If you need to view a specific transaction, you would need to access the appropriate subsidiary ledger in order to view the details. Again, all of this information is automatically completed if you use accounting software. For example, say company XYZ has extended credit to 3,000 clients. Listing each debtor account individual account would clutter a general ledger, so those accounts could be listed in a subledger and consolidated in a control account.

Advantages of a Control Account

These accounts cannot act as a deterrent against fraud unless internal checks can be carried out. These accounts can not guarantee
the arithmetical accuracy of the ledger. This website is using a security service to protect itself from online attacks.

These accounts can be implemented only in the businesses where the double entry system has been followed. However, the businesses which follow single entry system use control accounts to find the missing information. In order to ensure that the amounts in the sales control account add up, they are reconciled, typically by an accountant who can look into any discrepancies that might appear across the financial records of the business. A control account is used as part of the double-entry bookkeeping method, wherein a credit and debit entry are made for each transaction. There are several kinds of ledgers that you may use in the course of bookkeeping for your business. Most accounting software will compile some of these ledgers together while still letting you view them independently.

Format of a ledger

It can get confusing trying to understand all the different accounting processes and terms. So it’s understandable that a purchase ledger and a sales ledger can get mixed up. Thus, purchase ledger control account is credited if its balance increases & debited if its balance decreases.

purchase ledger control account

If there are any errors in these accounts, it is nearly impossible to locate these errors in a short period if the trial balance is the only controlling tool used to locate these errors. Also known as an accounting ledger, the general ledger serves as the record for a business’s financial data. This ledger is used to record each transaction and uses a trial balance to validate the information. With this ledger, a business can prepare its financial statements.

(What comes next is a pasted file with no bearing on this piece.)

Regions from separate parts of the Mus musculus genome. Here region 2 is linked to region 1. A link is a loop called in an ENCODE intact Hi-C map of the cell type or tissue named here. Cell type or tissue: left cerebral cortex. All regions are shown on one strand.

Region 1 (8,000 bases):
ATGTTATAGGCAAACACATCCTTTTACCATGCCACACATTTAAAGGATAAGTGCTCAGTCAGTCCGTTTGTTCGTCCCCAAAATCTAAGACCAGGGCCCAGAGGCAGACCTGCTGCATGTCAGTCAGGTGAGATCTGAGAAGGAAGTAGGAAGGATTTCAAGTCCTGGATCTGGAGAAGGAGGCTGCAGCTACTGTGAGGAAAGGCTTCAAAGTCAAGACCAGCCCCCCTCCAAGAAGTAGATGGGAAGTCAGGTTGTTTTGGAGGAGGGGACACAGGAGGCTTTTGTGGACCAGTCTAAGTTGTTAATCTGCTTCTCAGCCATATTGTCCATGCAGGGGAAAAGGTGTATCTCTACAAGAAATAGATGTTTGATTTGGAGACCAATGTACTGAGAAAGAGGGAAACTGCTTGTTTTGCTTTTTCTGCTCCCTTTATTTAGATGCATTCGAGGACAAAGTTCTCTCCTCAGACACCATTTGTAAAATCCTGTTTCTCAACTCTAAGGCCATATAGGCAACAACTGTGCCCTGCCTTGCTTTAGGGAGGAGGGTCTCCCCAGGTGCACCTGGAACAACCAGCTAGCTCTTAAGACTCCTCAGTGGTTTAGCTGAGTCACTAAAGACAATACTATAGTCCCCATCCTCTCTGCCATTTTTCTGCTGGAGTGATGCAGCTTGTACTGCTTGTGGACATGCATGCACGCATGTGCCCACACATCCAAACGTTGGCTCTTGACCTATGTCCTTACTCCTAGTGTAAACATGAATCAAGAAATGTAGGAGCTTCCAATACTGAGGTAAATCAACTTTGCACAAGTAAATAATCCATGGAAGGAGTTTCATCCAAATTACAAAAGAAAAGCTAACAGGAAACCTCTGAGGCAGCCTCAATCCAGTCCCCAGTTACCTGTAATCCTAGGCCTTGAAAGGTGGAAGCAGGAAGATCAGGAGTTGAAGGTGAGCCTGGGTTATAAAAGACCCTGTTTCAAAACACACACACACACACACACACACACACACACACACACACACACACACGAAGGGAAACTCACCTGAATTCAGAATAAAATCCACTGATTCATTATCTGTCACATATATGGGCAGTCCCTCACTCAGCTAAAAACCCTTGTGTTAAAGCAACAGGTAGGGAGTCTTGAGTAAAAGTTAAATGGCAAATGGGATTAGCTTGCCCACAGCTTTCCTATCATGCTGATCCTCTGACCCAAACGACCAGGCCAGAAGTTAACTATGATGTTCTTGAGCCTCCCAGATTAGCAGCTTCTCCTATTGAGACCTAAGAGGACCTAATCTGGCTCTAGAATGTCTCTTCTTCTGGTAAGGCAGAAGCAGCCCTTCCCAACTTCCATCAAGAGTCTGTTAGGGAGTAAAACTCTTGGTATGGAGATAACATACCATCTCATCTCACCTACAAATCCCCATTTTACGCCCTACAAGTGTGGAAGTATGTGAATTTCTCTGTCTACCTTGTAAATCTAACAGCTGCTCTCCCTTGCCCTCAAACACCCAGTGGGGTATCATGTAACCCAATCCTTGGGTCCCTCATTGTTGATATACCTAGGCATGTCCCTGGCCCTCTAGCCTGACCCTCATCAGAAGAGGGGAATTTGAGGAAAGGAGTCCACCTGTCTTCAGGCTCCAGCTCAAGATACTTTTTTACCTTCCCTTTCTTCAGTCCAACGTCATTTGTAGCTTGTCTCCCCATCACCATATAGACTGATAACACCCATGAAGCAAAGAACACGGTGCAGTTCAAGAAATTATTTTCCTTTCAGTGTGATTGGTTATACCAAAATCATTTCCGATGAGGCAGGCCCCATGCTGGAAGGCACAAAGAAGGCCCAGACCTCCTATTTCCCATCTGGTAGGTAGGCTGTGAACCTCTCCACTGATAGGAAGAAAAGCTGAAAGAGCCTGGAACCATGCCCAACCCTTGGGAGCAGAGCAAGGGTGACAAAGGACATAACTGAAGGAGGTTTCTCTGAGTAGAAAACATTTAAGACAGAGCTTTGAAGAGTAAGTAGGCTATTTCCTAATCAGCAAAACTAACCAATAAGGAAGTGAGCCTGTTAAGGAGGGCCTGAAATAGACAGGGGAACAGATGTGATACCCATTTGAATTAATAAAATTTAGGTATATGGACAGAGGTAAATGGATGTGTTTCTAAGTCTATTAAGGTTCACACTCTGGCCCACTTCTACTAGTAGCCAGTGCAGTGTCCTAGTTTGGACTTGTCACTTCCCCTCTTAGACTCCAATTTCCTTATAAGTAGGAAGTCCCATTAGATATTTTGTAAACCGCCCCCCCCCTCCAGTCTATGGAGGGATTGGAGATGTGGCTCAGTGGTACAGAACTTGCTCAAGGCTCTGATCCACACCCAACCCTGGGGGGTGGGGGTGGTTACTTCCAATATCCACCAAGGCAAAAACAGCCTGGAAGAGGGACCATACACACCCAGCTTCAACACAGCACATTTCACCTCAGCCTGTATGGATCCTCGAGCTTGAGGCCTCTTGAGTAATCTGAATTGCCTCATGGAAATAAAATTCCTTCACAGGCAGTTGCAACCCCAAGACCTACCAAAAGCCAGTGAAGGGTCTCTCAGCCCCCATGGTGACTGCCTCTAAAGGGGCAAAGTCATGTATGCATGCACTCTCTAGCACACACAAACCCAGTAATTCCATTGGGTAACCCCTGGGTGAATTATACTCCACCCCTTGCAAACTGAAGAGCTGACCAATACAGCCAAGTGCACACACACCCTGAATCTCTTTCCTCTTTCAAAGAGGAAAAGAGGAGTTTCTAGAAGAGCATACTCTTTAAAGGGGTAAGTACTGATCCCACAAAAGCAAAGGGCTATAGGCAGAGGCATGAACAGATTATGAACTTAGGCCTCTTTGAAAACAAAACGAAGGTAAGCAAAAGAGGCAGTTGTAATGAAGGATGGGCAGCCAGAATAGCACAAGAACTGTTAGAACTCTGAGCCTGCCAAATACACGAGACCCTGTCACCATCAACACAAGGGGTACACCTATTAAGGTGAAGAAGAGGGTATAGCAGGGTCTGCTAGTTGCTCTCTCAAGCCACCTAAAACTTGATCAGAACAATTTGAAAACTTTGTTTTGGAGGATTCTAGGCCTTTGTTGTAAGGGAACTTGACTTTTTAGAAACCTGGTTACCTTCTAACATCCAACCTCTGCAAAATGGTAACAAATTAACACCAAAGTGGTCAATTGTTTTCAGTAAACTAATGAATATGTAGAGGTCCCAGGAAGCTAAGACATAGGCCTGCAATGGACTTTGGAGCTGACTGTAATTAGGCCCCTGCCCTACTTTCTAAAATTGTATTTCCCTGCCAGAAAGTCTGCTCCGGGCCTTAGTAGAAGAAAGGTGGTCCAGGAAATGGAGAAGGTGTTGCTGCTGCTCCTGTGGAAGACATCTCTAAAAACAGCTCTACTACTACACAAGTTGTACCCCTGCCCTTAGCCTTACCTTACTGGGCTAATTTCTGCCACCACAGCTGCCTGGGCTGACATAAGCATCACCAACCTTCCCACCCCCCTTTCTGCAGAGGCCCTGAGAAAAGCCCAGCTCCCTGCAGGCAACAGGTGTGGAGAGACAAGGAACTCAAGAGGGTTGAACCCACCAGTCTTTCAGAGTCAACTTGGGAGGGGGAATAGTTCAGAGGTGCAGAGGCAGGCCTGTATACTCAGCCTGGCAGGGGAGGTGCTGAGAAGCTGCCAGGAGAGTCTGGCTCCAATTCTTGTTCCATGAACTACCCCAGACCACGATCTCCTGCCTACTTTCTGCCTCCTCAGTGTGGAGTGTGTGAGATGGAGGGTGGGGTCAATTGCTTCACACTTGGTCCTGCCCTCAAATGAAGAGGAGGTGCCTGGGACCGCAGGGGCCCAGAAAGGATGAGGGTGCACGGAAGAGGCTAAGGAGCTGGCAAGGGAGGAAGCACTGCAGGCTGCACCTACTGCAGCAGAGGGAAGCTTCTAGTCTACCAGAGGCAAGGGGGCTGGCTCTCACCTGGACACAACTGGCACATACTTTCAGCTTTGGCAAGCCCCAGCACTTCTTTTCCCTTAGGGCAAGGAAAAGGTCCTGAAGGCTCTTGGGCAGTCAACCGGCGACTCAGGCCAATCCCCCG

What Is Control Account?

Total purchase returns from the Return Outwards Day book (Purchase returns journal). She is a Business Content writer and Management contributor at, where she contributes a business article weekly. She has over 2 years of experience in writing about accounting, finance, and business. For example, Jim’s hardware store invoiced two customers for a total of $700. He also received a payment in the amount of $275 from a previous invoice.

  • This can be quite useful when a general ledger contains many accounts.
  • If you need to view a specific transaction, you would need to access the appropriate subsidiary ledger in order to view the details.
  • Because a cash book is updated and referenced frequently, similar to a journal, mistakes can be found and corrected day-to-day instead of at the end of the month.
  • A typical transaction entered into the purchase ledger will record an account payable, followed at a later date by a payment transaction that eliminates the account payable.
  • For smaller business organisations preparation of these accounts is not required.